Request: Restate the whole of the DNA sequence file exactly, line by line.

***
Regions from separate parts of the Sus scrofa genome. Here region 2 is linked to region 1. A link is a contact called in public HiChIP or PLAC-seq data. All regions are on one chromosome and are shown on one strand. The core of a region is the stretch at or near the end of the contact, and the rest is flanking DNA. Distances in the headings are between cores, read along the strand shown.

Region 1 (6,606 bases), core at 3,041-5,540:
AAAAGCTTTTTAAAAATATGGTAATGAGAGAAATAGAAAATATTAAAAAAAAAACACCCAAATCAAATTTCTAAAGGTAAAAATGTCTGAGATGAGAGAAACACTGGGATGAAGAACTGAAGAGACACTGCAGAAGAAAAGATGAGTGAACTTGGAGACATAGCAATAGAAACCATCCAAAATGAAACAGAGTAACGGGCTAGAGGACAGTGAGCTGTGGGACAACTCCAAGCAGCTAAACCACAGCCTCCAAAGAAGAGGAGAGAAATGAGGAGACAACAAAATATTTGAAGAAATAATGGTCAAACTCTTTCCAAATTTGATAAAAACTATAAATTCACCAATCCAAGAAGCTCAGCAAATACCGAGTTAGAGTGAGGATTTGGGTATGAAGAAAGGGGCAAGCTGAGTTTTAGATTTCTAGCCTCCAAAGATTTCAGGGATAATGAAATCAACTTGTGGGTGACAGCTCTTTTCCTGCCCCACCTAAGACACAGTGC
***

Regions from separate parts of the Sus scrofa genome. Here region 2 is linked to region 1. A link is a contact called in public HiChIP or PLAC-seq data. All regions are on one chromosome and are shown on one strand. The core of a region is the stretch at or near the end of the contact, and the rest is flanking DNA. Distances in the headings are between cores, read along the strand shown.

Region 1 (6,606 bases), core at 3,041-5,540:
AAAAGCTTTTTAAAAATATGGTAATGAGAGAAATAGAAAATATTAAAAAAAAAACACCCAAATCAAATTTCTAAAGGTAAAAATGTCTGAGATGAGAGAAACACTGGGATGAAGAACTGAAGAGACACTGCAGAAGAAAAGATGAGTGAACTTGGAGACATAGCAATAGAAACCATCCAAAATGAAACAGAGTAACGGGCTAGAGGACAGTGAGCTGTGGGACAACTCCAAGCAGCTAAACCACAGCCTCCAAAGAAGAGGAGAGAAATGAGGAGACAACAAAATATTTGAAGAAATAATGGTCAAACTCTTTCCAAATTTGATAAAAACTATAAATTCACCAATCCAAGAAGCTCAGCAAATACCGAGTTAGAGTGAGGATTTGGGTATGAAGAAAGGGGCAAGCTGAGTTTTAGATTTCTAGCCTCCAAAGATTTCAGGGATAATGAAATCAACTTGTGGGTGACAGCTCTTTTCCTGCCCCACCTAAGACACAGTGC